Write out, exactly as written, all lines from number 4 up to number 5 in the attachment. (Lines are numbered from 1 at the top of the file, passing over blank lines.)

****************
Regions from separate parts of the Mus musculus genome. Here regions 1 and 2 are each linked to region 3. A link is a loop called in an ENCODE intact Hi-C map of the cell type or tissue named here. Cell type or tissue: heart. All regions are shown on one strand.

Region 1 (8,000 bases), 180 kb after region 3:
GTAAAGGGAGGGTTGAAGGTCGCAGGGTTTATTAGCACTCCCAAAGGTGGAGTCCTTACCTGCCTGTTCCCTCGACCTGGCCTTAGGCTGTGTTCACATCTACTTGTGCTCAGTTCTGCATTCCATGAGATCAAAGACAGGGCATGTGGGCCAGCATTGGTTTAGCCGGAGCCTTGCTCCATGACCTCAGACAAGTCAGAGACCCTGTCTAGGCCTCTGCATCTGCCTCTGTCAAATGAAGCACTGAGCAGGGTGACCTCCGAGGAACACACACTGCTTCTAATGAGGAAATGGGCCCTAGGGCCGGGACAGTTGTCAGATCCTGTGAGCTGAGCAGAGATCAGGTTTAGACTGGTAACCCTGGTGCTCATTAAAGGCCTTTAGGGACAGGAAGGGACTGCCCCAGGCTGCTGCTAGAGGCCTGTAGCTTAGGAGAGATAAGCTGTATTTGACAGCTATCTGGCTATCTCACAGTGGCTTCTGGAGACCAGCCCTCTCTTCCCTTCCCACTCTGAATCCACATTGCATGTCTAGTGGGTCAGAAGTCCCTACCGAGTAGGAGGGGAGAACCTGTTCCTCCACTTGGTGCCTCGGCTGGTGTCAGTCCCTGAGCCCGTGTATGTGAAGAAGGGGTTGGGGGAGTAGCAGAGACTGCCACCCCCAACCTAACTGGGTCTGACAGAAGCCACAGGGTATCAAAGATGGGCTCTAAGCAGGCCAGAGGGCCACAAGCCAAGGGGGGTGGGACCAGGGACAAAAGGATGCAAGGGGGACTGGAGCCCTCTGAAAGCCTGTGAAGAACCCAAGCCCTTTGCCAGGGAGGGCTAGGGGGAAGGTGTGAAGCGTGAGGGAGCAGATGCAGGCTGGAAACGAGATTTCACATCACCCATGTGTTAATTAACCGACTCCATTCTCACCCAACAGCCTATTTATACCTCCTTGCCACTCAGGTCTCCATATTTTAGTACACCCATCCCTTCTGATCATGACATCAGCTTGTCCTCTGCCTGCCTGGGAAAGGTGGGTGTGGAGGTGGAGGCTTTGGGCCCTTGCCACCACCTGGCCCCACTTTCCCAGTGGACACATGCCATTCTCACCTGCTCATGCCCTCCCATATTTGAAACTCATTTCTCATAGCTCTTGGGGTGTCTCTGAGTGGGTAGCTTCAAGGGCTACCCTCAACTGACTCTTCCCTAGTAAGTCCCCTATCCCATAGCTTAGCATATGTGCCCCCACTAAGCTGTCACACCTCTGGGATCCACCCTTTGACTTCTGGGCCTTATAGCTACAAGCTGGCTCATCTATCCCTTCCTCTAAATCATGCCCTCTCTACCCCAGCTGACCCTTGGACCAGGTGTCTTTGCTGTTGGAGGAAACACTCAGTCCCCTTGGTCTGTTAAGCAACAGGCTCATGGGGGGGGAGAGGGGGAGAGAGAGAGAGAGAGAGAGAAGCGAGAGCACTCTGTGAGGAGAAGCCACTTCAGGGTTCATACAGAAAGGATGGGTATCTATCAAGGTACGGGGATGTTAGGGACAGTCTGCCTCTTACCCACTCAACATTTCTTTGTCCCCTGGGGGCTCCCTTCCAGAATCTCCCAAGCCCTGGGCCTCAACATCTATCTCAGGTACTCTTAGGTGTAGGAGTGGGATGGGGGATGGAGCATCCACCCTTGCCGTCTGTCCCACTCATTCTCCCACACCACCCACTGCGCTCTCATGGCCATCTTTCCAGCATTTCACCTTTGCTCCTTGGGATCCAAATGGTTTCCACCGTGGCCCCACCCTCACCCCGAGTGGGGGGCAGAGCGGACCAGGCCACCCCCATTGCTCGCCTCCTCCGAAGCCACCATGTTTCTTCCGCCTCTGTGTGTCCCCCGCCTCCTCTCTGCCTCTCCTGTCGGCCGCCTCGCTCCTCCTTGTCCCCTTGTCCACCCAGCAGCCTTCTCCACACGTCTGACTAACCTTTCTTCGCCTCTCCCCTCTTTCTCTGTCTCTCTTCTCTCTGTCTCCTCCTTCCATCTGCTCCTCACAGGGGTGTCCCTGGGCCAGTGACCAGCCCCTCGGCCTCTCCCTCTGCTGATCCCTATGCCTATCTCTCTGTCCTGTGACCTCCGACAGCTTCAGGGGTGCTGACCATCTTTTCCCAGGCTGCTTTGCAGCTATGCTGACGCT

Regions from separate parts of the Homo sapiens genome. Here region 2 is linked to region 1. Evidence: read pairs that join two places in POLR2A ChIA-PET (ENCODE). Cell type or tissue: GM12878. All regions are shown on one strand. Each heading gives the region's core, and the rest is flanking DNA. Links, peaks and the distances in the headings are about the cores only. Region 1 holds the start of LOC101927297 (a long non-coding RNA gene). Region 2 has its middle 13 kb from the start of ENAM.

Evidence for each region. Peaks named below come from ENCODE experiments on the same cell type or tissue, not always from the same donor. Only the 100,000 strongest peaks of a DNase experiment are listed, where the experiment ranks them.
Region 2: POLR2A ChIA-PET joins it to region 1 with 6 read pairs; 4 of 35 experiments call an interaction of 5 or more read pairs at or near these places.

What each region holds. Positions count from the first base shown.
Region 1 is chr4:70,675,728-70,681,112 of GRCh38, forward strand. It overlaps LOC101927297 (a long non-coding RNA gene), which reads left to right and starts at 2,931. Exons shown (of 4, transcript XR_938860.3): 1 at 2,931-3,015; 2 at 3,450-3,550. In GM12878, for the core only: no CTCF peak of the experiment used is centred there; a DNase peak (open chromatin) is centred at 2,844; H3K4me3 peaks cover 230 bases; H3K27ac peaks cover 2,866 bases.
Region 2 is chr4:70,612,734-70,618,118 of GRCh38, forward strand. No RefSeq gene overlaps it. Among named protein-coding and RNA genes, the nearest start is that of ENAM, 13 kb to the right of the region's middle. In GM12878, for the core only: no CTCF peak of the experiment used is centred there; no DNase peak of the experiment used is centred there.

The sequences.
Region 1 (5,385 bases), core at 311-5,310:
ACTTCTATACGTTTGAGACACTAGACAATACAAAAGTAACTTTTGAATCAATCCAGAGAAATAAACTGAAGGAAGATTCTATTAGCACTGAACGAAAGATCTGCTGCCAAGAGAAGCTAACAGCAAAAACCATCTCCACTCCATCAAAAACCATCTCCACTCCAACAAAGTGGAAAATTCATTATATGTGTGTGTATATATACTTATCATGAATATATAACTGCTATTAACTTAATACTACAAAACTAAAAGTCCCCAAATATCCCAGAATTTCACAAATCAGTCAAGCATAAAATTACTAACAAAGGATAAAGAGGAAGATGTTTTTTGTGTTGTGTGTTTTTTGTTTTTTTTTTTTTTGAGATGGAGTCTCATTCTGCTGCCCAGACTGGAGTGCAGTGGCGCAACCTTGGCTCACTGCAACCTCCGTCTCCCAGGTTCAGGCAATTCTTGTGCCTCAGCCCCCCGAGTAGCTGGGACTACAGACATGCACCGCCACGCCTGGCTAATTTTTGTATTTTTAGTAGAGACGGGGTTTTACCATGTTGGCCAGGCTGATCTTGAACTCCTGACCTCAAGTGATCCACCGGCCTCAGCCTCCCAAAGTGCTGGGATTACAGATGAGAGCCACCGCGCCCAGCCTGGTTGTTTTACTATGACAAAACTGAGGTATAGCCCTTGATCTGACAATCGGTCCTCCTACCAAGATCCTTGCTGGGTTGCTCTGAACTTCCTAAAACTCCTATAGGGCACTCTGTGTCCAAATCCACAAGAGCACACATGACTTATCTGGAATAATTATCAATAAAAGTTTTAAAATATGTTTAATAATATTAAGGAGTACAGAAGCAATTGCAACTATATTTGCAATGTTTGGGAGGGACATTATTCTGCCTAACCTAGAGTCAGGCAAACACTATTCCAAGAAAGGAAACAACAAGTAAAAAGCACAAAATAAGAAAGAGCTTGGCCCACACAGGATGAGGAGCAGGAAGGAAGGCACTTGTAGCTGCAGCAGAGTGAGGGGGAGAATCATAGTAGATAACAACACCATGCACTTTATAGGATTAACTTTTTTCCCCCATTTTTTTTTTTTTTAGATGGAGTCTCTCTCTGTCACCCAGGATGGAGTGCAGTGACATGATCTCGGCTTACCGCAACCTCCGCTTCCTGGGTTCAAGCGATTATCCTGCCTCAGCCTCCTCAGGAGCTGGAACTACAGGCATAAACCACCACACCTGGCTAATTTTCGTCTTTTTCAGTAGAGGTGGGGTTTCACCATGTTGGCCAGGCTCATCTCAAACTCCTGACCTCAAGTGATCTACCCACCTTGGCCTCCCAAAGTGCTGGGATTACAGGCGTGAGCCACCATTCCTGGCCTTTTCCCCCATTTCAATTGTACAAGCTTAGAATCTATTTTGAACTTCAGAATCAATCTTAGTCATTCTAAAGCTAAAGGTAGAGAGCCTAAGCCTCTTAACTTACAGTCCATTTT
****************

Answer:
Regions from separate parts of the Homo sapiens genome. Here region 2 is linked to region 1. Evidence: read pairs that join two places in POLR2A ChIA-PET (ENCODE). Cell type or tissue: GM12878. All regions are shown on one strand. Each heading gives the region's core, and the rest is flanking DNA. Links, peaks and the distances in the headings are about the cores only. Region 1 holds the start of LOC101927297 (a long non-coding RNA gene). Region 2 has its middle 13 kb from the start of ENAM.

Evidence for each region. Peaks named below come from ENCODE experiments on the same cell type or tissue, not always from the same donor. Only the 100,000 strongest peaks of a DNase experiment are listed, where the experiment ranks them.